Posted at TimesofSanDiego.com on 10/5/21
RUN DATES: 9/26/21 – 10/24/21
VENUE: Moxie Theatre
Either playwright Paula Vogel was politically prescient in 1999, or the country is moving backwards. Both are equally plausible.
In her feminist satire, “The Mineola Twins,” Vogel shows that, in some rationally inconceivable way, ultra-conservative traditionalism and radical progressivism are two sides of the same coin — especially in their extreme forms.
The coin of her realm is a genetic one; the opposites are identical Long Island twins, who appear to be alike in every way, except their personal/political bents and their mammary endowment.
Sexist men, the objectification of women, the fear of change and female freedom vs the anarchy and promiscuity of arch feminism; the strong embrace vs. the repudiation (even bombing) of Planned Parenthood — all these haven’t begun to leave us in the nearly 60 years since the first scene of the play is set.
The timeline jumps from 1952 to 1969 to 1989, against a backdrop of the Eisenhower/Nixon, Reagan and Bush Sr. years.
Judging by the fact that I just, for about the tenth time in multiple decades, marched in support of reproductive rights and Roe v. Wade, and against the banning of abortion (Women’s March, 10/2/21), things haven’t changed much at all.
Well, to be honest, they have progressed. And now they’re regressing.
So while Vogel, and Moxie Theatre executive artistic director Jennifer Eve Thorn, have serious themes on their minds, the play is intended as a kind of farcical romp.
As Vogel herself once said, “There are two ways to do this play: 1. With good wigs. 2. With bad wigs. Personally, I prefer the second way.”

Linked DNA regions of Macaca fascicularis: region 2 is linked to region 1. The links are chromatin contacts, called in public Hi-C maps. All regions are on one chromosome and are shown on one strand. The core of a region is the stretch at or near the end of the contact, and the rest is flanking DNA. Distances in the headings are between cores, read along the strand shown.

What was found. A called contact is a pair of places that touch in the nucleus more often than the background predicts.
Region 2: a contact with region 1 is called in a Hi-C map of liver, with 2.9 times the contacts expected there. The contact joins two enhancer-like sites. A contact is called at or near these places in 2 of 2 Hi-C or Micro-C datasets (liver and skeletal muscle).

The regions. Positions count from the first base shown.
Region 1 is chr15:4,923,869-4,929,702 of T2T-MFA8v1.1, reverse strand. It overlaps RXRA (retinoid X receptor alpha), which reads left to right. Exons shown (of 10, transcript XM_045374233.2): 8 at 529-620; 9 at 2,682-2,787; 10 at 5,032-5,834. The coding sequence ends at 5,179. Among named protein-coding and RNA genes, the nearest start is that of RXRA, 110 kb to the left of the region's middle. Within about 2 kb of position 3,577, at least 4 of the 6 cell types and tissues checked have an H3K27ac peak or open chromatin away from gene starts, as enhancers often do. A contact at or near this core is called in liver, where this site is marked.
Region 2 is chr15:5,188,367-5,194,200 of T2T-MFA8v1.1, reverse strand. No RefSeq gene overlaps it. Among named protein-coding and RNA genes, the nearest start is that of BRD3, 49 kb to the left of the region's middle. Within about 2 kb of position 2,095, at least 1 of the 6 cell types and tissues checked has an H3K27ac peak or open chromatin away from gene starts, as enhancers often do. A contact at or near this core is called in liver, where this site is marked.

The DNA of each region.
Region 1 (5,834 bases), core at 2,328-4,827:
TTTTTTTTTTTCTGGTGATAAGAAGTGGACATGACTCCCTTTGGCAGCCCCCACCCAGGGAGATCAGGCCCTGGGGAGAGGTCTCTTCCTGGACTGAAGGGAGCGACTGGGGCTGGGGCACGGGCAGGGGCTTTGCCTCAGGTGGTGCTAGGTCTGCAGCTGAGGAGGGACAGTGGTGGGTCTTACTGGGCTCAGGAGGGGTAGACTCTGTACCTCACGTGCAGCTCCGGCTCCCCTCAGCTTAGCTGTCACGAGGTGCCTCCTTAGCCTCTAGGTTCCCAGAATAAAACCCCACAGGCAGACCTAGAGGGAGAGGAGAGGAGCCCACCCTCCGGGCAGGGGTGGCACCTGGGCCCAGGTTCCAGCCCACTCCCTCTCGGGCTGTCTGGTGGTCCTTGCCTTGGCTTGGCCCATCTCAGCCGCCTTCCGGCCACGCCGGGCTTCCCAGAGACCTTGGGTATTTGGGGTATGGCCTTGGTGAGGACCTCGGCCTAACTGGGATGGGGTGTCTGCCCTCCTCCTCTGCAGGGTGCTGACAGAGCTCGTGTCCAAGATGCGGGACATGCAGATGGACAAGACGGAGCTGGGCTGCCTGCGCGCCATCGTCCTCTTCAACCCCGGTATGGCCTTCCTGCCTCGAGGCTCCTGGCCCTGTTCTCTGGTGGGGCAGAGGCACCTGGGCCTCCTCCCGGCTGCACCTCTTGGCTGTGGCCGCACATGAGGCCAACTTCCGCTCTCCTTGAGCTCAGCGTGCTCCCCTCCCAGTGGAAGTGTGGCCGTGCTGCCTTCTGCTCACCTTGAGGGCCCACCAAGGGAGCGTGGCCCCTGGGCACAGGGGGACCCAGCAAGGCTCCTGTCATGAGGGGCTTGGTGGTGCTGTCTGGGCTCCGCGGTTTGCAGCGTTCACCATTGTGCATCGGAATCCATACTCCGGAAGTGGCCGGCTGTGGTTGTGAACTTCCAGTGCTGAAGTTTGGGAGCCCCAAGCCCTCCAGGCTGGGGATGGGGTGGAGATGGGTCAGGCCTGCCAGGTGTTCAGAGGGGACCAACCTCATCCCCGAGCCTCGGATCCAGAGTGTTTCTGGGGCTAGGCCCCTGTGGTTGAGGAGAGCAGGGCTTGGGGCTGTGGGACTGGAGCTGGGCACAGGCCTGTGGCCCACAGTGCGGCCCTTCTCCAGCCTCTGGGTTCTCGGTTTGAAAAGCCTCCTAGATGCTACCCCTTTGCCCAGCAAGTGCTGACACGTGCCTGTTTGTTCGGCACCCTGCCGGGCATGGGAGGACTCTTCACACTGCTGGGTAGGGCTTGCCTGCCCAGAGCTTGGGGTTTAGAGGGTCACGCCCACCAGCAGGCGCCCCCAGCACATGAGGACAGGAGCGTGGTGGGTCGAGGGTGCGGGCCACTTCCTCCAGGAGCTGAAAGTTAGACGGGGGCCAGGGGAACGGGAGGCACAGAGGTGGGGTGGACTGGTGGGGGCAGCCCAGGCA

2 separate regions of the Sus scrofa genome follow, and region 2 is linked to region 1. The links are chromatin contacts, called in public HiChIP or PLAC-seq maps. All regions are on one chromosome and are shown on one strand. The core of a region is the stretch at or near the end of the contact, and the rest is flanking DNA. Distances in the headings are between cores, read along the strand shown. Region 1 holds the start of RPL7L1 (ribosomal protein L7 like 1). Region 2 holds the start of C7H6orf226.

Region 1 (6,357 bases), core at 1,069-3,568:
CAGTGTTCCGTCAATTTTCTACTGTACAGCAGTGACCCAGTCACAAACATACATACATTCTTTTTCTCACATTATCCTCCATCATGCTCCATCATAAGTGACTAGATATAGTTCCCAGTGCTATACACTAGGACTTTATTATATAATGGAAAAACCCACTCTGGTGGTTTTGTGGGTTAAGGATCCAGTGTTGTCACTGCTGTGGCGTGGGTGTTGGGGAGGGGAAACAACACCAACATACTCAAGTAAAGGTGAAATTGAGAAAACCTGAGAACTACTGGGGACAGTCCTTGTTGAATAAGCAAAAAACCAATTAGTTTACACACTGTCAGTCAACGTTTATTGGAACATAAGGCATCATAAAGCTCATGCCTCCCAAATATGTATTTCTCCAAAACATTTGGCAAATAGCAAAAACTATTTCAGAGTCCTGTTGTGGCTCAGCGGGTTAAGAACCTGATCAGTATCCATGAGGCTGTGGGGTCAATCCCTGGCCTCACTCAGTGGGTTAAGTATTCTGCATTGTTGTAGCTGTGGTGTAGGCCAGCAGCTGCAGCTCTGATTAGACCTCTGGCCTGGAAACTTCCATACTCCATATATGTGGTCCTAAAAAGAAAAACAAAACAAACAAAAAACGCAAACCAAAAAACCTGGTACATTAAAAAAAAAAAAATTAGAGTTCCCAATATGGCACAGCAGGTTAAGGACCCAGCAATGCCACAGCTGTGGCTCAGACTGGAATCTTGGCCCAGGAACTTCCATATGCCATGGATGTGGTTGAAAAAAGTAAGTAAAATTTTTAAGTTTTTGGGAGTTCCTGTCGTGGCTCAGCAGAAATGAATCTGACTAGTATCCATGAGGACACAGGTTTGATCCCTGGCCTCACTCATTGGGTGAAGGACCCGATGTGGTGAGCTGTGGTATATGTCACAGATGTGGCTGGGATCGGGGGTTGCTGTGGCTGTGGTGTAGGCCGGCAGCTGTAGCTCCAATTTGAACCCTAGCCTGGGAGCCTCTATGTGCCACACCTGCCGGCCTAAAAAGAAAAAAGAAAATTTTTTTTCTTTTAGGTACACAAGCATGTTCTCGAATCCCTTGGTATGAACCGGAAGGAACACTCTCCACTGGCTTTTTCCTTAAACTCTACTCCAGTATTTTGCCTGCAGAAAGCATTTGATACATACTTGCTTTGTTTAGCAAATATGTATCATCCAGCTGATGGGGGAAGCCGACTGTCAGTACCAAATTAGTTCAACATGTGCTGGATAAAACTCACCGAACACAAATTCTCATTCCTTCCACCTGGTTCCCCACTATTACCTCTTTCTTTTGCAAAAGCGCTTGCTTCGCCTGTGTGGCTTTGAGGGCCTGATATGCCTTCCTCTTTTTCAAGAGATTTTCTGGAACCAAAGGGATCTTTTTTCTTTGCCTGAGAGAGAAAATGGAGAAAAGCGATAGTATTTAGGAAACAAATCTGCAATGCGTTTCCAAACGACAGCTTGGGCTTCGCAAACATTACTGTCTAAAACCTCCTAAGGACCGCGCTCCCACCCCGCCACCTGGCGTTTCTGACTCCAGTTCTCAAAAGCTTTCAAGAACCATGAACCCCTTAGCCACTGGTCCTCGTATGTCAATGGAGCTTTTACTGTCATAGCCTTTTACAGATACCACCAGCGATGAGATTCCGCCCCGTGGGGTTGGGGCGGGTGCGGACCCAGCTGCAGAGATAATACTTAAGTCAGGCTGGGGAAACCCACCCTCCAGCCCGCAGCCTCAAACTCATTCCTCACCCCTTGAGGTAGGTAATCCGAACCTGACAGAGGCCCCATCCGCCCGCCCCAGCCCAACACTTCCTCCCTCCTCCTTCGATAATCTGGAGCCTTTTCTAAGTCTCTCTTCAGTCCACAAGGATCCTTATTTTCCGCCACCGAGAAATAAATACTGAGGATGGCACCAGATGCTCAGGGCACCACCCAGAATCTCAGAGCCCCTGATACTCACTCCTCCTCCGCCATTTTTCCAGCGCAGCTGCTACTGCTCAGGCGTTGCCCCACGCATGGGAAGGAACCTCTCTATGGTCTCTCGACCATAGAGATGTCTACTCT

At Moxie, the wigs are pretty good. Which means the comedy could be broader, and the distinctions between the antithetical twins even more pronounced.
Samantha Ginn, who’s assaying both roles (as written) has, over the course of many performances, shown that she’s a gifted clown, highly capable of over-the-top antics.
But she seems contained and controlled here. Her performance, and her terrific costume quick-changes, are impressive. But the still-relevant reality of the times is so distressing (and depressing) that a ramp-up of the humor would be ameliorative. Perhaps, as she settles into the role over time, she’ll relax and let loose.
The between-scene pauses (to allow Ginn time to change clothes, wigs, shoes, etc. — she has a full-time dresser backstage) could be more engaging and amusing, too.
Still, Thorn has provided some fun stage business, and the rest of the cast, each in multiple roles, provides excellent support, especially Emily Jerez as slimeball loser, Jim, the boyfriend of Myrna, the capaciously-endowed but virginal “good sister” (Jim gets his frustrated rocks off with the flat-chested “bad girl,” Myra, at the same time); Philip Magin, in different timeframes, as both Myra and Myrna’s high school-age sons (each the philosophical obverse of his mother); and Desireé Clarke as Sarah, feminist Myra’s level-headed lesbian partner.
The tech team offers fine support, too, though it could all be more cartoonish, to match the tone of the text.
It’s noteworthy that Thorn’s very first directing experience, when she was an undergraduate, was the controversial play that won Paula Vogel the Pulitzer Prize: “How I Learned to Drive.” That was a challenging undertaking (she had to take the production off campus); it’s also a better play than this one.
But it’s nice to see that Thorn is still concerned with political plays and provoking post-show discourse. A commendable way to re-open her theater to live performance.
©2021 PAT LAUNER/Patté Productions, Inc.